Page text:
Documentary retraces Edmonton fur trader's past journeys in Canadian Arctic
'When he flew up there, he suddenly turned into a young man again'
Reels of 8-mm film, long forgotten in a dusty attic, inspired Hugh Kroetsch to retrace his steps through Canada's High Arctic in a father-and-son expedition nearly seven decades in the making.
Hugh Kroetsch, 85, and his filmmaker son Frederick travelled north last summer, visiting communities the elder Kroetsch had first seen as a fur trader in the 1950s.
An hour-long documentary, Last of the Fur Traders, premieres on AMI-tv Friday night. The film was produced by Frederick Kroetsch.
"It took 50 years off of him," Frederick said of his father in an interview with CBC Radio's Edmonton AM.
"When he flew up there, he suddenly turned into a young man again. He would be able to last eight to 10 hours a day, just telling stories, and I would be there, tired, saying 'Dad, we need to go to bed.'
Frederick was inspired to take on the project after discovering some long-lost footage his father had shot in the Arctic.
'It was always danger'
The grainy black-and-white film, recovered from a dusty ammunition case, showed his father as a young man in the 1950s, working on wooden ships and travelling to remote outposts across the North.
Hugh spent his youth as chief engineer on a Hudson's Bay Co. supply rig, delivering groceries, fuel and other supplies to some of the most remote outposts on the Mackenzie River and the icy inlets of the Northwest Passage.
He traded and hunted with the Inuit and monitored the skies for signs of incoming Soviet bombers — part of a secret surveillance effort during the early years of the Cold War.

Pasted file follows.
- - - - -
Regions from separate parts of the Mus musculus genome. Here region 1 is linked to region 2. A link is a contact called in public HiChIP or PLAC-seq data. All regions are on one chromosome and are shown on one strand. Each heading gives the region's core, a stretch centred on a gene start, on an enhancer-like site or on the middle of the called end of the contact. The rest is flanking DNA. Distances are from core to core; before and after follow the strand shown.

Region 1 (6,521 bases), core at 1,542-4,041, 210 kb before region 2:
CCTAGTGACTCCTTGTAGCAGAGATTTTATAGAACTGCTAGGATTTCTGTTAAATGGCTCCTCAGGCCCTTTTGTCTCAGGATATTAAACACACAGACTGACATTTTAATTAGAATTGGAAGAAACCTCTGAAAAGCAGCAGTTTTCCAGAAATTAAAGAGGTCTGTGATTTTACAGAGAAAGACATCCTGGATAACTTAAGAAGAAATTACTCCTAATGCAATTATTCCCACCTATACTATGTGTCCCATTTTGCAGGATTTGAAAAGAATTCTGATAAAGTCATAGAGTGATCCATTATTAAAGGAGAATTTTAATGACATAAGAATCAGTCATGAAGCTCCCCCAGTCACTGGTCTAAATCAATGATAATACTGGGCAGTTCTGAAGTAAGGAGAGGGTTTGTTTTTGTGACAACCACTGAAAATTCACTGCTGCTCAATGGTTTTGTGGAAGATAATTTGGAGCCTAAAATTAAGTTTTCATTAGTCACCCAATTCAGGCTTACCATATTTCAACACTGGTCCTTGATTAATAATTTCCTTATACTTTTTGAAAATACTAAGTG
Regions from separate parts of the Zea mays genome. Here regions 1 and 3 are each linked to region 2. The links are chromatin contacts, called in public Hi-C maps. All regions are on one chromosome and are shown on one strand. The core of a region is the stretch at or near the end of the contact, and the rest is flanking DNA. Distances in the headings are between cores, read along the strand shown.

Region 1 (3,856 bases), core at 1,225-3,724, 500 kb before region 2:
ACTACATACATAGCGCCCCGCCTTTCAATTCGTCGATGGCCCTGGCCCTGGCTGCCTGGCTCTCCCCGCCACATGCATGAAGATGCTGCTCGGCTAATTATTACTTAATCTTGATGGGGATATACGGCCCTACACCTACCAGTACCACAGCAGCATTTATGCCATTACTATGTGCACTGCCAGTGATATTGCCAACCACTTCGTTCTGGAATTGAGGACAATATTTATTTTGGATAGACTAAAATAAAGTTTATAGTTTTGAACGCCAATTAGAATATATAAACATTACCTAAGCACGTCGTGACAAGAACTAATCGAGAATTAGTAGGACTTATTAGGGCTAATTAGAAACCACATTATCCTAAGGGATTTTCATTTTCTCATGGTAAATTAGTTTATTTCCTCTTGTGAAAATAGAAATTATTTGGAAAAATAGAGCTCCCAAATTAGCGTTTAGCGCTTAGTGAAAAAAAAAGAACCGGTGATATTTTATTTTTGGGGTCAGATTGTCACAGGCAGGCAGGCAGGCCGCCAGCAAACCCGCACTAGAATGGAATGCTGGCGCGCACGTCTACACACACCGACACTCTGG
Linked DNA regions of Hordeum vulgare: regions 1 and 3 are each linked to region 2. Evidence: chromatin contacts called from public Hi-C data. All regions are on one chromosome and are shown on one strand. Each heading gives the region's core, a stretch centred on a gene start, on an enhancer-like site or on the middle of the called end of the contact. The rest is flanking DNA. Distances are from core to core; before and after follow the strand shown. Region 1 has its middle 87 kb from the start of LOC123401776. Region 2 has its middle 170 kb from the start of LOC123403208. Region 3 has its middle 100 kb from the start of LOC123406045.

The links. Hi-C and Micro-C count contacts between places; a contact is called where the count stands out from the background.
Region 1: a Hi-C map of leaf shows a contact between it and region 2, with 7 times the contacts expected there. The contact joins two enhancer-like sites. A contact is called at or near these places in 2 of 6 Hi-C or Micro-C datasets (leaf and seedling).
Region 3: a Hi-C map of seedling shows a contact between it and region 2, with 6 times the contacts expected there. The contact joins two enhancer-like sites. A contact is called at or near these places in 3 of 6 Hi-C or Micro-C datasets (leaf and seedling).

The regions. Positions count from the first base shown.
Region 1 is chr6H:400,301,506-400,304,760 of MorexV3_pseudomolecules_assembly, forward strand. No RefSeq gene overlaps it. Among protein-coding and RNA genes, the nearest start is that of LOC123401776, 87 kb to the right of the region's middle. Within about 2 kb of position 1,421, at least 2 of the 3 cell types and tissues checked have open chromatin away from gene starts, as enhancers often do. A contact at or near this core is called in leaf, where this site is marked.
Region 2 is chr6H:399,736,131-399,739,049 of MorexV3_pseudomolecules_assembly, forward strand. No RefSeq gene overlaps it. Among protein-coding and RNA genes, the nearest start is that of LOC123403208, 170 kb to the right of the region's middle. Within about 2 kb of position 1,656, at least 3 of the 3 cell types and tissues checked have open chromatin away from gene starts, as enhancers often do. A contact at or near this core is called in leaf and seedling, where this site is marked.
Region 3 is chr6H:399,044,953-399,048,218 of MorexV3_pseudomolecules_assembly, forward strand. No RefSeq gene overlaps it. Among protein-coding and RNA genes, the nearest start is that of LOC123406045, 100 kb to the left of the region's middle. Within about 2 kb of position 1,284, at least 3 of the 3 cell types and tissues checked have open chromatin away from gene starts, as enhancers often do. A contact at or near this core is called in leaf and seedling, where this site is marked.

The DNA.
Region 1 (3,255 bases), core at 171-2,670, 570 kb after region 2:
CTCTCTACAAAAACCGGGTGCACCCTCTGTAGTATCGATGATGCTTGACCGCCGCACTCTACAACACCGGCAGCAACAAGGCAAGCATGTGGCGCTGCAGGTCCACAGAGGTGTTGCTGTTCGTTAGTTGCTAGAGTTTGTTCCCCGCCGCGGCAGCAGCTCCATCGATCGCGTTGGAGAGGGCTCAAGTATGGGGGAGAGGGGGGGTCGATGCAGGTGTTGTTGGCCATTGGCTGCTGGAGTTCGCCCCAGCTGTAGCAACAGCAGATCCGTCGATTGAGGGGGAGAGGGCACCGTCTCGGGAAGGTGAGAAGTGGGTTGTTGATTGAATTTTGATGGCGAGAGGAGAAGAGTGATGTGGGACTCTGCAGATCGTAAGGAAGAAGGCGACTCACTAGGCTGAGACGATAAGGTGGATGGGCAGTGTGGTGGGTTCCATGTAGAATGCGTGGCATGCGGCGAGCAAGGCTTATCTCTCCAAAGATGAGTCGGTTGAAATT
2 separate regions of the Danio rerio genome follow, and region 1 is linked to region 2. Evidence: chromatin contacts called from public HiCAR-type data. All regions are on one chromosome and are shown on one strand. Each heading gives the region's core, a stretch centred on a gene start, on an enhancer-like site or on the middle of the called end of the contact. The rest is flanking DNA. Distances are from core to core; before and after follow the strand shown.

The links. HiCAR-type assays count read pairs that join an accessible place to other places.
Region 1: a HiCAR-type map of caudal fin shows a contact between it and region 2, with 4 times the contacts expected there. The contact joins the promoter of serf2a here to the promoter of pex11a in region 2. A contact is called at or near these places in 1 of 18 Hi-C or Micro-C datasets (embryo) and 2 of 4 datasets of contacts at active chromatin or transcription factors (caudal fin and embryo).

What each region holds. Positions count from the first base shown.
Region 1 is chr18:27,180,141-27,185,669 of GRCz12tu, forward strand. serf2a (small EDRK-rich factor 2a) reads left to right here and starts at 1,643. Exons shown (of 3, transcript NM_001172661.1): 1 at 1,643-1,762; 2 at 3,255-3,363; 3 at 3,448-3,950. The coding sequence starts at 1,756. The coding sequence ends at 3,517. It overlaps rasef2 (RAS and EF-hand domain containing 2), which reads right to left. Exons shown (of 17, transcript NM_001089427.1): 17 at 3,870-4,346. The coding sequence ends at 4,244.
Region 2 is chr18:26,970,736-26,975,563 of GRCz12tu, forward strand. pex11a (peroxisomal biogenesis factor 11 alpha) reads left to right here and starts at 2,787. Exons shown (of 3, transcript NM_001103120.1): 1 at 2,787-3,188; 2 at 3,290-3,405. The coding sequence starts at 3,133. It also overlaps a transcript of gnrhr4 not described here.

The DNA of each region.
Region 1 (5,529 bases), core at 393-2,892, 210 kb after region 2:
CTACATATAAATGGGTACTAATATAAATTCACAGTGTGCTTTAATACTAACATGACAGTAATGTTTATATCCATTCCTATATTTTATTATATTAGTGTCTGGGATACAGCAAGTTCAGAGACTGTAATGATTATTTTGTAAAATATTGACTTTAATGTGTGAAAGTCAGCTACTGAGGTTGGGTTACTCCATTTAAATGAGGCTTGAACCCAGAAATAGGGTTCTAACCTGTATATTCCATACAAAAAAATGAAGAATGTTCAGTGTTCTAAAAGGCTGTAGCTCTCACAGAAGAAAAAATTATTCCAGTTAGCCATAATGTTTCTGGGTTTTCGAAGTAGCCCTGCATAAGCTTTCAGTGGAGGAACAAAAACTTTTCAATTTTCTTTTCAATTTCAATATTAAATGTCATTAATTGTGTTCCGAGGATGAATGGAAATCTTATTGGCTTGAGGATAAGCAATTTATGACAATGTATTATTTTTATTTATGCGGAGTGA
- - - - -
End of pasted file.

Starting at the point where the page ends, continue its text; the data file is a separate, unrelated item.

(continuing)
"Being in the Arctic when I was up there, it was always danger," Hugh said in a promotional trailer for the documentary. "You had to have a crew that knew what that they were doing, and we had that."
"When you see the footage my dad took, in the summer months, the ice was everywhere," Frederick said.
"He was actually trapped in the ice for weeks at a time and they would have to climb out with a knife and cut six-inch strips around the boat so they wouldn't be crushed by the ice. Very dramatic stories, very dramatic footage.
"This summer, when we went back at the same time of year, I didn't see a snowflake."
'Felt like northern royalty'
On their journey through Fort McMurray, Yellowknife, Inuvik, Aklavik and the Nunavut communities of Gjoa Haven, Taloyoak and Cambridge Bay, they brought the archival footage and family photographs to show people along the way.
In the 67 years since he left, Hugh's affection for Canada's North had not faded, and he was welcomed as a respected storyteller.
"They kind of treated him like he was super elder," Frederick said "He was often the oldest person in any community that he went to and he knew all their parents, grandparents and great-grandparents, so it was amazing to see how much respect was given to him."
"I kind of felt like northern royalty for a bit. It was great."
Difficult conversations with community elders altered the course of the documentary, said Frederick.
The people they encountered were keen to speak about the harmful impact of residential schools. The last surviving residential school in the Arctic closed its doors in 1996, and the system's painful legacy is still raw, he said.
"It was really the common denominator of every story up there," Frederick said. "I think they wanted to share their stories and I think it's impossible to tell the story of the north without talking about that.
"And it was one of those decisions I had to make really early on, this is going to be a very major part of the doc, and at the beginning I hadn't imagined that it would be."
With the film set to have its TV premiere Friday, Frederick has already had rave reviews from his father.
"He loves it. I was actually in Toronto when he saw the first rough cut and he called me up and he said, 'Well son, by golly, I shed a tear watching it.' "